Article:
Ever find yourself in the position where you are caught in a rat trap? That’s how the average Iranian feels under a conservative and brutal regime that forbids dancing, homosexuality or uncovering a woman’s hair in public. A woman just died in the hands of the hands of the morality police and you can get sentenced to life in prison for posting against the Regime on Facebook.
Using a VPN is not enough to get you around Iran’s censors. Elon Musk is hoping to dodge American sanctions against Iran to help researchers and anyone who wants it, access uncensored internet via his satellite-based Starlink internet service. My friends who live in rural Canada swear by Starlink, giving them a lifeline where cellphone data plans would cost hundreds of month. Many people can’t connect via cell phones even if they wanted to.
Musk’s Starlink network has set up thousands of satellites orbiting the Earth to provide a high-speed broadband internet connection to its users. It’s seen as a way for people in authoritarian states to bypass censors. But it’s a costly service, until now essential for Instagrammers living the #vanlife or in an RV. In Canada the monthly service is about $150 CAN or about $120 USD for a subscription.
Starlink has received attention this year for providing connectivity to the Ukrainian government after the Russian invasion. Still in doing so, Starlink relied on political permission from the Ukrainian government to operate. It’s not clear how it would operate with opposition from Iranian forces who are brutal in their response to dissidents.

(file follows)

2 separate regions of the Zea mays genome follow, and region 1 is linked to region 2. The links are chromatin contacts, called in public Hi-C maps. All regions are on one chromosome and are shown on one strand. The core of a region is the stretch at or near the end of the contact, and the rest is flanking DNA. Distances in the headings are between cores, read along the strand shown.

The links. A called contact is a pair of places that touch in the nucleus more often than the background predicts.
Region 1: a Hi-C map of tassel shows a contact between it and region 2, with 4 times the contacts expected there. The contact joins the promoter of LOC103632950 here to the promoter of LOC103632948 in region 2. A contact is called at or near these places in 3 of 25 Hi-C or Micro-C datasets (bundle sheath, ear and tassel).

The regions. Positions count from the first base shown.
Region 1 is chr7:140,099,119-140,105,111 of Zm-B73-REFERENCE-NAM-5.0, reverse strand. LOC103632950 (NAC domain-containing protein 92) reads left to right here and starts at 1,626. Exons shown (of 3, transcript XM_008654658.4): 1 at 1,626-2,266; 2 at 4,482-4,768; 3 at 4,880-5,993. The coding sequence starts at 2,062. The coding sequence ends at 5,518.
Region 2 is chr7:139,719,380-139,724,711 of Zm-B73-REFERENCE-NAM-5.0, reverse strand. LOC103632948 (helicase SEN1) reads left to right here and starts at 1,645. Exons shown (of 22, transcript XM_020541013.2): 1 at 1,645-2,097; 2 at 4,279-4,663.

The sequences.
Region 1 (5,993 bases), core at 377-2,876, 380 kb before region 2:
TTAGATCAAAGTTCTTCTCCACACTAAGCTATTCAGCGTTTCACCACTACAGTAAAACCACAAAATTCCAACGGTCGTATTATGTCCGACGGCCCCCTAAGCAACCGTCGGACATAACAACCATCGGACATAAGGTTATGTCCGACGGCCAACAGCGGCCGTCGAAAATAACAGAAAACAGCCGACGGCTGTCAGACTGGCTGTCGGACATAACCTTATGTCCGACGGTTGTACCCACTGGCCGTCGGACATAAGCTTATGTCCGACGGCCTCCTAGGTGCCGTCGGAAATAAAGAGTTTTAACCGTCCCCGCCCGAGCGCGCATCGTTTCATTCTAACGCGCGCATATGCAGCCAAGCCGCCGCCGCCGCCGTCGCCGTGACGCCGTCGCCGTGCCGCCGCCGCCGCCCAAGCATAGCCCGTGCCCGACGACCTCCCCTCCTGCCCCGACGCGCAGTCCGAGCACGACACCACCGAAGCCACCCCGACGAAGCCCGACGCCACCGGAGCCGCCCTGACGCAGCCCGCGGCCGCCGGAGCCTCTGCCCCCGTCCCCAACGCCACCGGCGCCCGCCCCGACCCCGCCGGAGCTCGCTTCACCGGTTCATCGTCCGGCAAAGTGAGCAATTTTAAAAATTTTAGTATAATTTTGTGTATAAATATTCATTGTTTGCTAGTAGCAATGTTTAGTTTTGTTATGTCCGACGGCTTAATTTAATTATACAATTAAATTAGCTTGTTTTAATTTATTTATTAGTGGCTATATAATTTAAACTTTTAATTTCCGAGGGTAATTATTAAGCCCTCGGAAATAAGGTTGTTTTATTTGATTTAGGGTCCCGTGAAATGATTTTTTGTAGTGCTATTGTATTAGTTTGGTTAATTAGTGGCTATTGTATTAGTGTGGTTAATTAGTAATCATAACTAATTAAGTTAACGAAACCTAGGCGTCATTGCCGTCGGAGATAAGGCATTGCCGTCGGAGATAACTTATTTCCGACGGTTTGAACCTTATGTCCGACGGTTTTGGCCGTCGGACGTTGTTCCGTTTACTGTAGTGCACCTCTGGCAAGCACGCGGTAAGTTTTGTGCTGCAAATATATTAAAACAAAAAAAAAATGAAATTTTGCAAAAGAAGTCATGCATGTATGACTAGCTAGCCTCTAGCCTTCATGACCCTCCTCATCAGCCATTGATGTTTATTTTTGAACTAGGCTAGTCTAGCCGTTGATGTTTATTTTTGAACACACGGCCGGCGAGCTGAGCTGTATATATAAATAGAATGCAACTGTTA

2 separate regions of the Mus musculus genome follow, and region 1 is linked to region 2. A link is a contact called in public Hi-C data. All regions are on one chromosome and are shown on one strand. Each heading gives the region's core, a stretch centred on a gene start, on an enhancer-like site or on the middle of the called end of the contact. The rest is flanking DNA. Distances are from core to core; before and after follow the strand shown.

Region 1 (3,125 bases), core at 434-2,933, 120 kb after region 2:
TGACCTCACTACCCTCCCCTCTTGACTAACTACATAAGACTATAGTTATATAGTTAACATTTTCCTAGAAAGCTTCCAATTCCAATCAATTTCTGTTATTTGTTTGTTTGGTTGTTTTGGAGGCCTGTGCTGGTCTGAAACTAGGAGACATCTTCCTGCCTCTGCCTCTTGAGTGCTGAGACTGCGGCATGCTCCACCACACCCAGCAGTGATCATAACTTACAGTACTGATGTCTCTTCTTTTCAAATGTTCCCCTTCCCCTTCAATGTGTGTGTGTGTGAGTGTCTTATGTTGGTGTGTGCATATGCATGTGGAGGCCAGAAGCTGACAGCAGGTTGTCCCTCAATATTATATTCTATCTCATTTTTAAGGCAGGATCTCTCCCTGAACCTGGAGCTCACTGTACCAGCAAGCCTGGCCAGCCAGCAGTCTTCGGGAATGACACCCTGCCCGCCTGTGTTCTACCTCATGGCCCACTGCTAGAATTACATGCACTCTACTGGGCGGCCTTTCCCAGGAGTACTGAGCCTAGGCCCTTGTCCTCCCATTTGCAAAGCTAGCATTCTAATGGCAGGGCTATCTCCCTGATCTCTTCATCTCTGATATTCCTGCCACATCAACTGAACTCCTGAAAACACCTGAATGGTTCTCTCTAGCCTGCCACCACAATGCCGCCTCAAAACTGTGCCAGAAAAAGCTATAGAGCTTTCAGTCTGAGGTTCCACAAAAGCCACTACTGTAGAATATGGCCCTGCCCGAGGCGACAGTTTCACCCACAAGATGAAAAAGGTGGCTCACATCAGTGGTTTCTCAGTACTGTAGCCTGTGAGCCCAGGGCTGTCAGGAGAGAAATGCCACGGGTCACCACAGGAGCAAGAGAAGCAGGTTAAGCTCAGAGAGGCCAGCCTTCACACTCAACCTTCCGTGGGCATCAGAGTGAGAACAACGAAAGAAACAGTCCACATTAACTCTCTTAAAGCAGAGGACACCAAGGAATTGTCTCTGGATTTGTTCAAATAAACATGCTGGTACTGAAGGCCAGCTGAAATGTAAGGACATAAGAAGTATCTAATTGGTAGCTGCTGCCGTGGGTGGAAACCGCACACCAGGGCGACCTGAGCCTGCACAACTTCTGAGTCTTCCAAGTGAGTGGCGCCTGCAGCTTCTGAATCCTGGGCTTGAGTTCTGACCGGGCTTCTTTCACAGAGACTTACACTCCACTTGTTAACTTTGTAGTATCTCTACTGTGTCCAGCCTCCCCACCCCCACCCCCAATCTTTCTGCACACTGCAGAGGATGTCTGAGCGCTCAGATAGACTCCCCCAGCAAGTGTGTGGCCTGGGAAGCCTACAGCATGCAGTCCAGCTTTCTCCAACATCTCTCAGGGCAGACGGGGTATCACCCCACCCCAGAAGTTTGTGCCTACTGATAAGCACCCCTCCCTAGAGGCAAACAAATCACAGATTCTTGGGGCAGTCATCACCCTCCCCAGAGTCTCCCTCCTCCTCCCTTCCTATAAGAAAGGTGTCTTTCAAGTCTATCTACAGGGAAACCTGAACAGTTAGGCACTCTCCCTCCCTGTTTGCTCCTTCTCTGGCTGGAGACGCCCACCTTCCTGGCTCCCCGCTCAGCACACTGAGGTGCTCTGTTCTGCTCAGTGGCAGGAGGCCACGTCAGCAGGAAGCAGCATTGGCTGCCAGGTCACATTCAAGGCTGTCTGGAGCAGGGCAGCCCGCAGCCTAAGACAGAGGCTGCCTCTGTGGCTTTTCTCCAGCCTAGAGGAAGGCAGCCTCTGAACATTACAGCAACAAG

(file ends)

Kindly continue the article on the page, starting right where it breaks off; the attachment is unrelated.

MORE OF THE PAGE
American government supports dissidents in Iran
While US sanctions to Iran are in place, there is a loophole: the Treasury Department’s Office of Foreign Assets Control (OFAC) in the United States has a longstanding license that “authorizes certain exports to Iran of hardware, software, and services related to communications over the internet, including certain consumer-grade Internet connectivity services and residential consumer satellite terminals authorized under General License D-1,” a department spokesperson said in a statement.
“For any exports not covered by existing authorizations, OFAC welcomes applications for specific licenses to authorize activities supporting internet freedom in Iran,” the statement added.
Who’s a dissident in Iran? They can beat you or torture you or send you to jail for 20 years or life if you dance on Instagram or say a bad word against the regime on Facebook. How about a woman’s death in the hands of the morality police which has sparked a nation-wide protest of hijab-burning.
Every day people like me and you with our own free minds and freedom of speech would be considered dissidents in Iran.
Technical challenges of Starlink in Iran
To work Starlink needs three pieces of hardware: A small terminal with a dish for the user, then there are the satellites flying overhead, but critically larger permanent ground stations that plug into the internet itself.
That last part will be difficult to smuggle in and operate under the nose of a regime but Starlink says if enough users are plugged in they can link to each other and operate like ground stations.
Creative ideas anyone?